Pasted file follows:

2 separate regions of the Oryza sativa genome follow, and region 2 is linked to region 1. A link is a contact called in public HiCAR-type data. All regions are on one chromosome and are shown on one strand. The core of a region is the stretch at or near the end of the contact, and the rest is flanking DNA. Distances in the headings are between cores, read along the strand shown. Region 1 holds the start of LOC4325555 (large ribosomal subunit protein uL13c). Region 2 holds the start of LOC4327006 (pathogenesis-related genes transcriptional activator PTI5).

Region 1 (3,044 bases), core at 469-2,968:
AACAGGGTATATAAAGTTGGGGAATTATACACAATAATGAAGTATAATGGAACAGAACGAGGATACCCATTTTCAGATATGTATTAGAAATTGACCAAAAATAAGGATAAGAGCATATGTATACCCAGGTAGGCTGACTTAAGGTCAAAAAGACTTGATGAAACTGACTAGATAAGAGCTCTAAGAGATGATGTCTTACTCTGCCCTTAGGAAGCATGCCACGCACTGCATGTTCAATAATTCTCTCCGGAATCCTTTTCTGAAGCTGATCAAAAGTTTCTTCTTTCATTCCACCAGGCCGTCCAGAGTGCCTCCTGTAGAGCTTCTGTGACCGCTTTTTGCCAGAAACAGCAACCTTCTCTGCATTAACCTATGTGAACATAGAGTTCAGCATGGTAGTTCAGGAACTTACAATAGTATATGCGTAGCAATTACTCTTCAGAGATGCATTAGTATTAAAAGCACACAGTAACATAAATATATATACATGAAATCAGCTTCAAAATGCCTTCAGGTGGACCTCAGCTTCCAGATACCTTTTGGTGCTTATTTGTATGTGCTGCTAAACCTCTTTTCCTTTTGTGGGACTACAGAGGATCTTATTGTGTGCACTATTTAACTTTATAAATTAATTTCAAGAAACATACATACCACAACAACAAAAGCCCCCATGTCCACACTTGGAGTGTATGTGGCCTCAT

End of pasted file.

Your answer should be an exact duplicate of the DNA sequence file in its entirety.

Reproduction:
2 separate regions of the Oryza sativa genome follow, and region 2 is linked to region 1. A link is a contact called in public HiCAR-type data. All regions are on one chromosome and are shown on one strand. The core of a region is the stretch at or near the end of the contact, and the rest is flanking DNA. Distances in the headings are between cores, read along the strand shown. Region 1 holds the start of LOC4325555 (large ribosomal subunit protein uL13c). Region 2 holds the start of LOC4327006 (pathogenesis-related genes transcriptional activator PTI5).

Region 1 (3,044 bases), core at 469-2,968:
AACAGGGTATATAAAGTTGGGGAATTATACACAATAATGAAGTATAATGGAACAGAACGAGGATACCCATTTTCAGATATGTATTAGAAATTGACCAAAAATAAGGATAAGAGCATATGTATACCCAGGTAGGCTGACTTAAGGTCAAAAAGACTTGATGAAACTGACTAGATAAGAGCTCTAAGAGATGATGTCTTACTCTGCCCTTAGGAAGCATGCCACGCACTGCATGTTCAATAATTCTCTCCGGAATCCTTTTCTGAAGCTGATCAAAAGTTTCTTCTTTCATTCCACCAGGCCGTCCAGAGTGCCTCCTGTAGAGCTTCTGTGACCGCTTTTTGCCAGAAACAGCAACCTTCTCTGCATTAACCTATGTGAACATAGAGTTCAGCATGGTAGTTCAGGAACTTACAATAGTATATGCGTAGCAATTACTCTTCAGAGATGCATTAGTATTAAAAGCACACAGTAACATAAATATATATACATGAAATCAGCTTCAAAATGCCTTCAGGTGGACCTCAGCTTCCAGATACCTTTTGGTGCTTATTTGTATGTGCTGCTAAACCTCTTTTCCTTTTGTGGGACTACAGAGGATCTTATTGTGTGCACTATTTAACTTTATAAATTAATTTCAAGAAACATACATACCACAACAACAAAAGCCCCCATGTCCACACTTGGAGTGTATGTGGCCTCAT